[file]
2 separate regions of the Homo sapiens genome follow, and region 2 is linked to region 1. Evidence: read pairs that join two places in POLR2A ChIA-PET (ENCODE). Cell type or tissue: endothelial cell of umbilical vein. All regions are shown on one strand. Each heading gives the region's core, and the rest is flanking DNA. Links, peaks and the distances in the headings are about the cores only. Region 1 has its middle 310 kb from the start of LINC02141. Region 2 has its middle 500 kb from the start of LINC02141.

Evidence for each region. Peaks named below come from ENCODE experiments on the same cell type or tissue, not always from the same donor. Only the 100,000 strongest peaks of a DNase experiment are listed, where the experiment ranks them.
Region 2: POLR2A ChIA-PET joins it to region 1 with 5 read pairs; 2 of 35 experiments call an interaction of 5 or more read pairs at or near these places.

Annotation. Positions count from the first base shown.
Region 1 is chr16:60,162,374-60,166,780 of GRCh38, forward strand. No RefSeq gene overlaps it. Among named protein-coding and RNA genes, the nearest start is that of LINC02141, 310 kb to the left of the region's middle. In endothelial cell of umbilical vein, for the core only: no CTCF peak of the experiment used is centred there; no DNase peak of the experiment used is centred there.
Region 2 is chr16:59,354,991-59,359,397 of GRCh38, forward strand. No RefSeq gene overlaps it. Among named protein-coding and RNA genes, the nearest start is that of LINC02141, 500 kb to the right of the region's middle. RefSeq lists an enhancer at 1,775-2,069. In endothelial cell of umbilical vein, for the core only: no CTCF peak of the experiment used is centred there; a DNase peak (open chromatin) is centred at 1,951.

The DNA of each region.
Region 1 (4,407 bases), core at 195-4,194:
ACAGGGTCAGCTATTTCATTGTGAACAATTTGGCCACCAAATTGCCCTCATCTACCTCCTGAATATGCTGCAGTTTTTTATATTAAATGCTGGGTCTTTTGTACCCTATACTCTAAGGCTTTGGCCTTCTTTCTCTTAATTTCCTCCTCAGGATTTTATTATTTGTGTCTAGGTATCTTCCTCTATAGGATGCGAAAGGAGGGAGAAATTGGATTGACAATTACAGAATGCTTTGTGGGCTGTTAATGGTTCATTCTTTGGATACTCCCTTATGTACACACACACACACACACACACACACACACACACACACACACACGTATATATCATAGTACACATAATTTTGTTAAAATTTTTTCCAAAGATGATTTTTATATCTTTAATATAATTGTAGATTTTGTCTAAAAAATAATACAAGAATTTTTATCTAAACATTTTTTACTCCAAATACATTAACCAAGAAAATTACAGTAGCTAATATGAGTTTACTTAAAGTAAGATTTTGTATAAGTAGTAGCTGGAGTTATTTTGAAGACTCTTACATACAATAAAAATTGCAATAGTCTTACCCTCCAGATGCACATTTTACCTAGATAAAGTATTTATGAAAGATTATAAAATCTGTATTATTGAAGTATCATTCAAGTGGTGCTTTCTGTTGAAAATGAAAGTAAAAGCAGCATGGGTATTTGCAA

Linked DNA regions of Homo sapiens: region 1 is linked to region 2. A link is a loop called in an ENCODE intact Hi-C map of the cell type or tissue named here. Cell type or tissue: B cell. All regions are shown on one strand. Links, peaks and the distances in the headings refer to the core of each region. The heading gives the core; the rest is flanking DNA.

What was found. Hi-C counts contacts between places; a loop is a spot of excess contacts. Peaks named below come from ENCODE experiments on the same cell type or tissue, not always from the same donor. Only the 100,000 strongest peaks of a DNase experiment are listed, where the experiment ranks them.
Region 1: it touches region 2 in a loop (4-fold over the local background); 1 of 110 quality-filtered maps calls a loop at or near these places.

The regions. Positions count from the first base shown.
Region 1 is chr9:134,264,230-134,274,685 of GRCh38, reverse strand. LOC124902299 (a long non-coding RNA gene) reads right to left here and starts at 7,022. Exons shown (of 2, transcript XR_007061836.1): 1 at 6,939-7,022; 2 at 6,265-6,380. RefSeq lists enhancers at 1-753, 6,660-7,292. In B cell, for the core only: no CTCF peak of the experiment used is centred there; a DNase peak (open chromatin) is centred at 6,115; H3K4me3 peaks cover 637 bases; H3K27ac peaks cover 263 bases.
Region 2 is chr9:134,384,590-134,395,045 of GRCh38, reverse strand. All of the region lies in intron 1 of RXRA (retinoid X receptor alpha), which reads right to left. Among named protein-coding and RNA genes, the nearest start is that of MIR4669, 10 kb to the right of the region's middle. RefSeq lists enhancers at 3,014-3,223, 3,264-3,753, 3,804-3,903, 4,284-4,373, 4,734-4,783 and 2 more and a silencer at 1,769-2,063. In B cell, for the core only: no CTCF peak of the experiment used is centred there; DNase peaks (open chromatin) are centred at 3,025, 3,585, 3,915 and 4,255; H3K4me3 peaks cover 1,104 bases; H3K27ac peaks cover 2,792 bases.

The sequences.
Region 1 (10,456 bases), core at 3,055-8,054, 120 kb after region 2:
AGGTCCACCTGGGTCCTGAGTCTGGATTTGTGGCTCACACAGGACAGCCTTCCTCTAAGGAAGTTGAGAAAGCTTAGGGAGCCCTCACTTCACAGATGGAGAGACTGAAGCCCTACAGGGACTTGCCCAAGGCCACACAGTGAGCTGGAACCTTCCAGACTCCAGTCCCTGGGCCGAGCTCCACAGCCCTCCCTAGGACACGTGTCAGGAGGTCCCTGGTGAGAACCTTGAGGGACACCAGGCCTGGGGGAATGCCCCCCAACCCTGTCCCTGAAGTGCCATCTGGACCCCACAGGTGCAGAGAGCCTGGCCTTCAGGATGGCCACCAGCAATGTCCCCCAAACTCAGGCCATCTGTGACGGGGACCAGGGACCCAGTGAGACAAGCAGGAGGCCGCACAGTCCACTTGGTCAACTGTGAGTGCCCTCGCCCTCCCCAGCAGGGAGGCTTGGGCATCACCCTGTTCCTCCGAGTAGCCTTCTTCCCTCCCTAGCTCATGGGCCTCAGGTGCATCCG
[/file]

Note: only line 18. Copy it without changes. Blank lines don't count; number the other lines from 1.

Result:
AGGTCCACCTGGGTCCTGAGTCTGGATTTGTGGCTCACACAGGACAGCCTTCCTCTAAGGAAGTTGAGAAAGCTTAGGGAGCCCTCACTTCACAGATGGAGAGACTGAAGCCCTACAGGGACTTGCCCAAGGCCACACAGTGAGCTGGAACCTTCCAGACTCCAGTCCCTGGGCCGAGCTCCACAGCCCTCCCTAGGACACGTGTCAGGAGGTCCCTGGTGAGAACCTTGAGGGACACCAGGCCTGGGGGAATGCCCCCCAACCCTGTCCCTGAAGTGCCATCTGGACCCCACAGGTGCAGAGAGCCTGGCCTTCAGGATGGCCACCAGCAATGTCCCCCAAACTCAGGCCATCTGTGACGGGGACCAGGGACCCAGTGAGACAAGCAGGAGGCCGCACAGTCCACTTGGTCAACTGTGAGTGCCCTCGCCCTCCCCAGCAGGGAGGCTTGGGCATCACCCTGTTCCTCCGAGTAGCCTTCTTCCCTCCCTAGCTCATGGGCCTCAGGTGCATCCG